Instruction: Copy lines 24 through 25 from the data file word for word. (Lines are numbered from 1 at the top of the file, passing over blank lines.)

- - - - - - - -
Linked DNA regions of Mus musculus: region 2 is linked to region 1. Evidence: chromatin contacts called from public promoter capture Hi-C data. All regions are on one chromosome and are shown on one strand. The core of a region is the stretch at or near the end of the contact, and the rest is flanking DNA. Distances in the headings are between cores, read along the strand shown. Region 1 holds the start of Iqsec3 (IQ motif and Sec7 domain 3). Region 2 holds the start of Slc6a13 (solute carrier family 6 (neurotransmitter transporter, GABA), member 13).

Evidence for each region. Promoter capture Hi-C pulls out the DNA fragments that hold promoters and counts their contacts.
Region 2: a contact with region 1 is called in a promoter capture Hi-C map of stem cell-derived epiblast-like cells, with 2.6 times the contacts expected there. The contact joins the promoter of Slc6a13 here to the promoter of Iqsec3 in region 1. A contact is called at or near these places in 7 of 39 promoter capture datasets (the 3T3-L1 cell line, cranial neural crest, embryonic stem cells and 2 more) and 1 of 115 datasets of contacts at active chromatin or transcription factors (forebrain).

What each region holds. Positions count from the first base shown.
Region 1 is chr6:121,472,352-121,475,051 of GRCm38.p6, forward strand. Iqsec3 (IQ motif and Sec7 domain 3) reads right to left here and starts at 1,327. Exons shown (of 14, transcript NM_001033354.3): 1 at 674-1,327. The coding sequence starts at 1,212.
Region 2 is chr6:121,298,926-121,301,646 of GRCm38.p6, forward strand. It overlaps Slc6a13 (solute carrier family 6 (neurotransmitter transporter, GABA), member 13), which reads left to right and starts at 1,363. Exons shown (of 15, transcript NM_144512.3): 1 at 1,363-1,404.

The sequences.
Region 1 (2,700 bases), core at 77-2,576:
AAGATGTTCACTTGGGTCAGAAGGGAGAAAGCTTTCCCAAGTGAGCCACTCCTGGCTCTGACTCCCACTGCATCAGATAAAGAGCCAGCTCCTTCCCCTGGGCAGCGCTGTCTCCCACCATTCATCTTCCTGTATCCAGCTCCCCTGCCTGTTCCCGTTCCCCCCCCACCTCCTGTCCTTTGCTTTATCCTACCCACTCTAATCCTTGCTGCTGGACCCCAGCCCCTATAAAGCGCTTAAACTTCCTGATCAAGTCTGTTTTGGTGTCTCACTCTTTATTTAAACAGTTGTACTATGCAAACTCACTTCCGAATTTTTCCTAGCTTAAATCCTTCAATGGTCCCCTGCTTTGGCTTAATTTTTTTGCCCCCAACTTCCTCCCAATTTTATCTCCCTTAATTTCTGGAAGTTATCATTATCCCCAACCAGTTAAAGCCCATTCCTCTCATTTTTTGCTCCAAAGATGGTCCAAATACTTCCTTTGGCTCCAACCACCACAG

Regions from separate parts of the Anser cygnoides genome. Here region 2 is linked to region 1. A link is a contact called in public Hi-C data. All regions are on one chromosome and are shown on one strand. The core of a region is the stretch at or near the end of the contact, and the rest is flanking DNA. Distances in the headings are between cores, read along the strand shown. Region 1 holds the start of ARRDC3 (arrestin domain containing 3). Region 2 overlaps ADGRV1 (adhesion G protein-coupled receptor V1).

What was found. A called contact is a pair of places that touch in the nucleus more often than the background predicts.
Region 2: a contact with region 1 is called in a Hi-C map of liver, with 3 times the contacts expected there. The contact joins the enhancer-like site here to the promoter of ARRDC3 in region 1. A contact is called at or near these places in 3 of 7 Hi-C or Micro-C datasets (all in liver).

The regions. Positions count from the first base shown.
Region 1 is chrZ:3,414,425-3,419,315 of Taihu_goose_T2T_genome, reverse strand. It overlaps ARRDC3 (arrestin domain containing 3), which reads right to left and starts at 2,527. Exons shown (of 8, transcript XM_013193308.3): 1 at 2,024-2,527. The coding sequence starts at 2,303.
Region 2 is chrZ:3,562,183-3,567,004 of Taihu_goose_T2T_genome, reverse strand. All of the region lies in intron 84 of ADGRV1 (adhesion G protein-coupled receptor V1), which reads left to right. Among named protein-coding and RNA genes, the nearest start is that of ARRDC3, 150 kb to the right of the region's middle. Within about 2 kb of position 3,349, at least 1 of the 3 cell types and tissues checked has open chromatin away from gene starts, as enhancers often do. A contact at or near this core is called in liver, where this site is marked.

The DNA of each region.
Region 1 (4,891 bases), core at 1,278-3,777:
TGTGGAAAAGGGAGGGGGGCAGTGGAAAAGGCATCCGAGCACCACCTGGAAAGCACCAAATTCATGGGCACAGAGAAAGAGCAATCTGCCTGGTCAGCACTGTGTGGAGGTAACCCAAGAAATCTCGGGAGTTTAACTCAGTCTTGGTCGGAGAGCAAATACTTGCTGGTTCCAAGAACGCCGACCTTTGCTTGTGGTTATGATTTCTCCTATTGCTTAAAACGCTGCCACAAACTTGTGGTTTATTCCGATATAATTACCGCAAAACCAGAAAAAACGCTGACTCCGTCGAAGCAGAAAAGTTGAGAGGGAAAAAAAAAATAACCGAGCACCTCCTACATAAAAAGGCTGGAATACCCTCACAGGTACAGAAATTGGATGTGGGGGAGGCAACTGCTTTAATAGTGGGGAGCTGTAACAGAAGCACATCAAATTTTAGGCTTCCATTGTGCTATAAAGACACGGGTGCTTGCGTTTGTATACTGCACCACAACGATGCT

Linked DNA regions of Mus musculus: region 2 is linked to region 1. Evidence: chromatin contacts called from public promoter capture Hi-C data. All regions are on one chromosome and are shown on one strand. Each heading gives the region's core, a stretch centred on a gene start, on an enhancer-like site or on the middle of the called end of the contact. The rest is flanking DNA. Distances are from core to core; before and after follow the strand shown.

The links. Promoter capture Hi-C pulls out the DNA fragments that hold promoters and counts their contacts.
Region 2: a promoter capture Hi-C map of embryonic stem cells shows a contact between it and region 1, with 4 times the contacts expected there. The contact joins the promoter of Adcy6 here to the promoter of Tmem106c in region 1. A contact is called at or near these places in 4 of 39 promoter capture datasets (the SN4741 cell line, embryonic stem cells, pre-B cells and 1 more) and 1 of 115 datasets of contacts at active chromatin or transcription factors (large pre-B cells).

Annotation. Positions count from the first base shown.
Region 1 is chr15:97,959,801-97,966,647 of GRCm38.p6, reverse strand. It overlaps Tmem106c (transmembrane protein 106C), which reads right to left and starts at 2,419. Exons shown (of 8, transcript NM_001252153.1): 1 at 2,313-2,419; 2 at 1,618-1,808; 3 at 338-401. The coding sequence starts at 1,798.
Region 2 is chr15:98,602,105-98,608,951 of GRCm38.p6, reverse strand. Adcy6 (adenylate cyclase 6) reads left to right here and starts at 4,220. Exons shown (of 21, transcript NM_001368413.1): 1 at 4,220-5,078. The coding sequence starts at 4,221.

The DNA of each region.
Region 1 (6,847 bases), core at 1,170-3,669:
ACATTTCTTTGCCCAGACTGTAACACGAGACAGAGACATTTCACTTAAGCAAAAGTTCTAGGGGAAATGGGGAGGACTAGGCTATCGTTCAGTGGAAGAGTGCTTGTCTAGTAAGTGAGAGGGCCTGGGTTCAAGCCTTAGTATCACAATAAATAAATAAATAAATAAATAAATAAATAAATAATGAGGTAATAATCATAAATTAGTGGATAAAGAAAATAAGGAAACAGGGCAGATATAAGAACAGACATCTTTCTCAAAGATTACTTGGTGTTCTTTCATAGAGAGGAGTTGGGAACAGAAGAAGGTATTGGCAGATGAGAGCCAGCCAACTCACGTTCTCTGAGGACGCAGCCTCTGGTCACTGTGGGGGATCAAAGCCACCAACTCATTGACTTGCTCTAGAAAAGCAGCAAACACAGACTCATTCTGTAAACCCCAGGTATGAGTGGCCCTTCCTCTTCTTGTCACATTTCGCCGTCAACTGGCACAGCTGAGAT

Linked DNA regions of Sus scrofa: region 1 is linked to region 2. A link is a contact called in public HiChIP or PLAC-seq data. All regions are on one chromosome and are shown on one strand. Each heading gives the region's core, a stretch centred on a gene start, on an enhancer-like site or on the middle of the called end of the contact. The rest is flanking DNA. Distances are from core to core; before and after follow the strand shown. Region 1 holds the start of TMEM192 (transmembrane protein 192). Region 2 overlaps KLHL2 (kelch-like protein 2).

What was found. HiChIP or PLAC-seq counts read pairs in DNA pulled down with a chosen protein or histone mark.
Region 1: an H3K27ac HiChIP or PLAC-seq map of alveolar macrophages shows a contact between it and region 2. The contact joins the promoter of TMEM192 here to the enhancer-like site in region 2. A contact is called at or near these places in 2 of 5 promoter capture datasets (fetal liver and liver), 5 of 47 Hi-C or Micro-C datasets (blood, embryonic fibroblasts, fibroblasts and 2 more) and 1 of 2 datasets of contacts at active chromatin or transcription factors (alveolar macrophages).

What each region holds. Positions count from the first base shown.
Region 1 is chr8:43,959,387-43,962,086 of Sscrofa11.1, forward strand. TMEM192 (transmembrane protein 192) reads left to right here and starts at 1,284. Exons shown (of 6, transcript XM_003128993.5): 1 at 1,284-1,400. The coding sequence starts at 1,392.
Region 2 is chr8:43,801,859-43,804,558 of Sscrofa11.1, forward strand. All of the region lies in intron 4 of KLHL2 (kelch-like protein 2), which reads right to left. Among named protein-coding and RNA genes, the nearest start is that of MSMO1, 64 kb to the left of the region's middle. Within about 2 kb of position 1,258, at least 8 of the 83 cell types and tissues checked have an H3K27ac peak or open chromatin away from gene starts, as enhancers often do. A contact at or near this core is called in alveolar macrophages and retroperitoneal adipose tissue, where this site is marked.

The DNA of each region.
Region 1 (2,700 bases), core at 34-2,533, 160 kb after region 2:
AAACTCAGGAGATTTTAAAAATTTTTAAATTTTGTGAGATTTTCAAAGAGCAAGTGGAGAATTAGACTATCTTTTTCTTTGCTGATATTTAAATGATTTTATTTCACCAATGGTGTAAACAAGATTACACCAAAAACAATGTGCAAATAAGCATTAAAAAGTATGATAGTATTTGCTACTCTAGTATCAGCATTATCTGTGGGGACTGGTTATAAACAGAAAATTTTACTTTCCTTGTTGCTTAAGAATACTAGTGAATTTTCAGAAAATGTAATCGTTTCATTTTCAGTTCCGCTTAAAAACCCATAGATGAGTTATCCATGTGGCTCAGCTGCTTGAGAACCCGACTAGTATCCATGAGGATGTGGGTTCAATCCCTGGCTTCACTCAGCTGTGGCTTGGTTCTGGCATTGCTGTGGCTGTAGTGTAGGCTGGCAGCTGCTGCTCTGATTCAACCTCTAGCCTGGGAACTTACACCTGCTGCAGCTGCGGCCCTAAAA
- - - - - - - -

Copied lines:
Region 2 is chr15:98,602,105-98,608,951 of GRCm38.p6, reverse strand. Adcy6 (adenylate cyclase 6) reads left to right here and starts at 4,220. Exons shown (of 21, transcript NM_001368413.1): 1 at 4,220-5,078. The coding sequence starts at 4,221.

The DNA of each region.